NYT op-ed by Dave Eggers and John Prendergast.
Looking ahead to Sudan's upcoming (Jan 2011) plebiscite on dividing the country north and south--the legacy of the 2005 peace deal to end all those years of civil war.
The assumption in Sudan is that when the referendum comes, southerners will vote overwhelmingly for secession. Since Sudan became independent in 1956, the people in the south have been marginalized, terrorized and subjected to countless human rights violations under successive regimes in Khartoum, and the possibility of forming a new nation in 2011 is viewed by southerners as a sacred right.
But the referendum is scheduled for January, a mere six months away, and all signs indicate that the Khartoum government will undermine the voting process or not recognize its results. The ruling National Congress Party has stalled on virtually every pertinent part of the peace agreement, and the national and local elections in April — which most international observers agree were stained by fraud — are a foreboding precedent.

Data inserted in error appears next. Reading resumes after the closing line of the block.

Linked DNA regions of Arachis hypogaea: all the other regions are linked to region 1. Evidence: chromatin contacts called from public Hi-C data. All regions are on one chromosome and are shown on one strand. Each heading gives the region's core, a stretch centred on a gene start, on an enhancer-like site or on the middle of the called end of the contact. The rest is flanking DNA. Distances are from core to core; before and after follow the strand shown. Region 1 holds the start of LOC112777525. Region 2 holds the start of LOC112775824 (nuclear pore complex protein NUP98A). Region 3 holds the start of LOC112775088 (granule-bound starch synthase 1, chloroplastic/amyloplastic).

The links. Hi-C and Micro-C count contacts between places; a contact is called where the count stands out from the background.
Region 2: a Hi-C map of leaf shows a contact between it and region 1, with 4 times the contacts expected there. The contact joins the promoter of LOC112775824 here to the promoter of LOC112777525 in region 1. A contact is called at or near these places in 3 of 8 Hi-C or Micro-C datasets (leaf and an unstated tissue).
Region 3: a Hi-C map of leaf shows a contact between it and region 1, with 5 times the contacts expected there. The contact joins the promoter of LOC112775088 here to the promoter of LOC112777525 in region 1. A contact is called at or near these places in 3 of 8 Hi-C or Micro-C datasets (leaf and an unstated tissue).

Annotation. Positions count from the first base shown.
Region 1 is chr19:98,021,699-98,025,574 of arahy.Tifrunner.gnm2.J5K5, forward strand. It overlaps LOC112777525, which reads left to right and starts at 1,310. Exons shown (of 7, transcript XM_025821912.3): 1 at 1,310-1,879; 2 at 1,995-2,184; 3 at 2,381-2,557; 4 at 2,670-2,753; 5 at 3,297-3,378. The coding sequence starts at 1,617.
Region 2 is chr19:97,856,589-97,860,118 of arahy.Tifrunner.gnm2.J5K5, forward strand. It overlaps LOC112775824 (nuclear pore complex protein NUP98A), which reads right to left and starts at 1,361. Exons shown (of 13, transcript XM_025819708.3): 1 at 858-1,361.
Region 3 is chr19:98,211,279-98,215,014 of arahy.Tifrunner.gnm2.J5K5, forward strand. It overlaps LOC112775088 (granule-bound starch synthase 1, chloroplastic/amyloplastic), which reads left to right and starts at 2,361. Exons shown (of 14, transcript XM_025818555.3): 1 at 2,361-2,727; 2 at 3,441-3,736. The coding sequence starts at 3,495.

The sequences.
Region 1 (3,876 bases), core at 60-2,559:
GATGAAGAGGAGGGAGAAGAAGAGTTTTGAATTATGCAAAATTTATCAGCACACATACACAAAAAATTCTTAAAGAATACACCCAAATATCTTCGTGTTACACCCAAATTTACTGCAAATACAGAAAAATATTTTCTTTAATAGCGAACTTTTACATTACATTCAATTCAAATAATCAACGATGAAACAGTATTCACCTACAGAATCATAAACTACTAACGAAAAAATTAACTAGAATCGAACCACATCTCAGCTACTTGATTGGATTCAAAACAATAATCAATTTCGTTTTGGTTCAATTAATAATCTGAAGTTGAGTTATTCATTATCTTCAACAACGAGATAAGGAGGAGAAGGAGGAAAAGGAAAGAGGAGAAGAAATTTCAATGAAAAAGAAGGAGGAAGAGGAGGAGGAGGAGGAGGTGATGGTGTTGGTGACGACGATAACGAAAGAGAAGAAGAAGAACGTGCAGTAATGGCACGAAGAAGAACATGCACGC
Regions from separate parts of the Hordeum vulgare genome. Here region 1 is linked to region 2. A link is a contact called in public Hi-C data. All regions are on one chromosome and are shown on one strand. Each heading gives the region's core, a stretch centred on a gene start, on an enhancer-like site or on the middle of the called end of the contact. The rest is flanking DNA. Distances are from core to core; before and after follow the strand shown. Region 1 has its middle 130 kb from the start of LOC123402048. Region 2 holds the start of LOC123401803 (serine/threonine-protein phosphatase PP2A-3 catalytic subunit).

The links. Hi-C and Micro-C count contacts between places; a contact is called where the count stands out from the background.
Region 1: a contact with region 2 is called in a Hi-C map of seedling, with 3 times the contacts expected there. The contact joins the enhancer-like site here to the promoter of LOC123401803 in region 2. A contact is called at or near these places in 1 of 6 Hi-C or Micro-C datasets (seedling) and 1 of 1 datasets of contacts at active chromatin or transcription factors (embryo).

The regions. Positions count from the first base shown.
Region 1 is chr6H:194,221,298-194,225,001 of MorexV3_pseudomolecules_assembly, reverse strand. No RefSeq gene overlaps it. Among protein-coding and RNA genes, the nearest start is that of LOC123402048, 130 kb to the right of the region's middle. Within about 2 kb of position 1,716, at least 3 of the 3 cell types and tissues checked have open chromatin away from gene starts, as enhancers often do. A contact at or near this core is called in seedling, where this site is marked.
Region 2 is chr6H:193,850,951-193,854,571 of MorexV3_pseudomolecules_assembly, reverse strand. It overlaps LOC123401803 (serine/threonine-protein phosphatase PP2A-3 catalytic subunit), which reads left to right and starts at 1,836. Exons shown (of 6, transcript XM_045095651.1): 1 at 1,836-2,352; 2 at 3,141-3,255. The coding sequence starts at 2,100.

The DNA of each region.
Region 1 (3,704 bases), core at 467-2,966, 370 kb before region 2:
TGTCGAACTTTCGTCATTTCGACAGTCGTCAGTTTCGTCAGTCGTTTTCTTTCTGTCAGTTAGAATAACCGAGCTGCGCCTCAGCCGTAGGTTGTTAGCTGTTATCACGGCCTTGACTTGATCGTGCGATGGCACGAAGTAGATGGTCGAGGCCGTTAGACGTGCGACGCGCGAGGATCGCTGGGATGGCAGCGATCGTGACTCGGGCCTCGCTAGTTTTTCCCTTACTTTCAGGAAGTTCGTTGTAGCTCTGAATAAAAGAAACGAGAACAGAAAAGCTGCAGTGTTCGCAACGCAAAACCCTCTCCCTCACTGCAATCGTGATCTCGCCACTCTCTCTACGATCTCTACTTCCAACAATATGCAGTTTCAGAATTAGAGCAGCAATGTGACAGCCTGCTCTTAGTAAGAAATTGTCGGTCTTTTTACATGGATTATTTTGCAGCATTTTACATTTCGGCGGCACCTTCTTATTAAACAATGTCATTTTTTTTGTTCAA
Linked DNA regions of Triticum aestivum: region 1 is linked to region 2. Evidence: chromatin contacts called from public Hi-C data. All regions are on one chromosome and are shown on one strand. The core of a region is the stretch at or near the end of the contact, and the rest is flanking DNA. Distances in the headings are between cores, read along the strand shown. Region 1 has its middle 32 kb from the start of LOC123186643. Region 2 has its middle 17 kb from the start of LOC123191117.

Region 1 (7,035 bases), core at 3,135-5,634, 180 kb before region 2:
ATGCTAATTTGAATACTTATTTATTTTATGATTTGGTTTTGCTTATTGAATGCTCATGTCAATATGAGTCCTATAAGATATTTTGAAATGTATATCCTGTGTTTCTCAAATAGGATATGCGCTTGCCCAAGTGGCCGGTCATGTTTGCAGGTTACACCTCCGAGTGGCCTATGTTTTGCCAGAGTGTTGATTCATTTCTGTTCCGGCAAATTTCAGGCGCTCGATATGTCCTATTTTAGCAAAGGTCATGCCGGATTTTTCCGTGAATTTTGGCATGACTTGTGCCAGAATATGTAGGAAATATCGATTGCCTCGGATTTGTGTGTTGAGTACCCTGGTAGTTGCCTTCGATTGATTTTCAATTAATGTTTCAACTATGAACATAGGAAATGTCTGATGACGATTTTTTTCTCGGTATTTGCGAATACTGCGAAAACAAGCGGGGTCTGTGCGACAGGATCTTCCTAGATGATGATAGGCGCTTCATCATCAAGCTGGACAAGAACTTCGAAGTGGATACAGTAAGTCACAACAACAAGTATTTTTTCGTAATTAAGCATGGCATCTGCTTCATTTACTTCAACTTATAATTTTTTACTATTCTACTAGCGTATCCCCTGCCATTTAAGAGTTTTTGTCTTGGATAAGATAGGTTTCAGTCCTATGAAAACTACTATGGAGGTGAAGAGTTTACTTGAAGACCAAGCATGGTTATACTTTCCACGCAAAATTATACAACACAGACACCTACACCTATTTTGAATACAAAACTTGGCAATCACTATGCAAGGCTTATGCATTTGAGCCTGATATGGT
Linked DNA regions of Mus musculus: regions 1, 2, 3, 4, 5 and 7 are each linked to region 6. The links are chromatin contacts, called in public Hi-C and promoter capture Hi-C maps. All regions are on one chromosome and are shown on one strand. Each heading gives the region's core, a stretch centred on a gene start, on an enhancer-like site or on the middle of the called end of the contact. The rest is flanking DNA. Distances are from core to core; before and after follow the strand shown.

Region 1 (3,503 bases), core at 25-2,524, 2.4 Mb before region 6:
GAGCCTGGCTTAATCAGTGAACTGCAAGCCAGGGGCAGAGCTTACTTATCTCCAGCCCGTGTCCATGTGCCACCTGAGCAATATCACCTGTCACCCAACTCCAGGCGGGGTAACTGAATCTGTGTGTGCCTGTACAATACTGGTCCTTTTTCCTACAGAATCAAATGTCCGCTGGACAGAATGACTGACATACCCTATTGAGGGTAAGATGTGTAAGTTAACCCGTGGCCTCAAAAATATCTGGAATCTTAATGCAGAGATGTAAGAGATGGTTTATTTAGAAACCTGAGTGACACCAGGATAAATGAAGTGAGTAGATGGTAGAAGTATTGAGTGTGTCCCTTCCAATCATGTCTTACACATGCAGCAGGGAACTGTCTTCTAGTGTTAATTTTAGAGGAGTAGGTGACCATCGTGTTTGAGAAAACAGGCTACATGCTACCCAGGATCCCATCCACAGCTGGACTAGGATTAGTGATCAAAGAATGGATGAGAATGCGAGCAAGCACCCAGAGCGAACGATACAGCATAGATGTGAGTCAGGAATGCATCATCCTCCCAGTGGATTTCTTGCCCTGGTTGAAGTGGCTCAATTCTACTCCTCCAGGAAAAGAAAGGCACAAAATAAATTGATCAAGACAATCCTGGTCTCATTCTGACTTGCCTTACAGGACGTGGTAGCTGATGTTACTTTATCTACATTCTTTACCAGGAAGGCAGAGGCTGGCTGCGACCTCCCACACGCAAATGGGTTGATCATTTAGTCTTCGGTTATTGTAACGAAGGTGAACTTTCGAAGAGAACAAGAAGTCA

If January comes and goes without a referendum, or if the results are manipulated, then fighting will break out. Both sides have been arming themselves since the peace agreement, so this iteration of north-south violence will be far worse than ever before. And if war resumes in the south, the conflict in Darfur, in western Sudan, will surely explode again.
The Obama Administration's point man on the subject is quoted as saying the US has no real leverage, which sounds a bit like James Baker saying "we don't have a dog in the fight" WRT the Balkans way back when.
And yet, don't be surprised if we get pulled into any resulting civil war. What'll be interesting will be the Chinese response, given the oil bond. But since the Chinese like to hedge all bets, I wouldn't be surprised to discover China playing both sides as it unfolds--as in, lotsa dogs, all barking.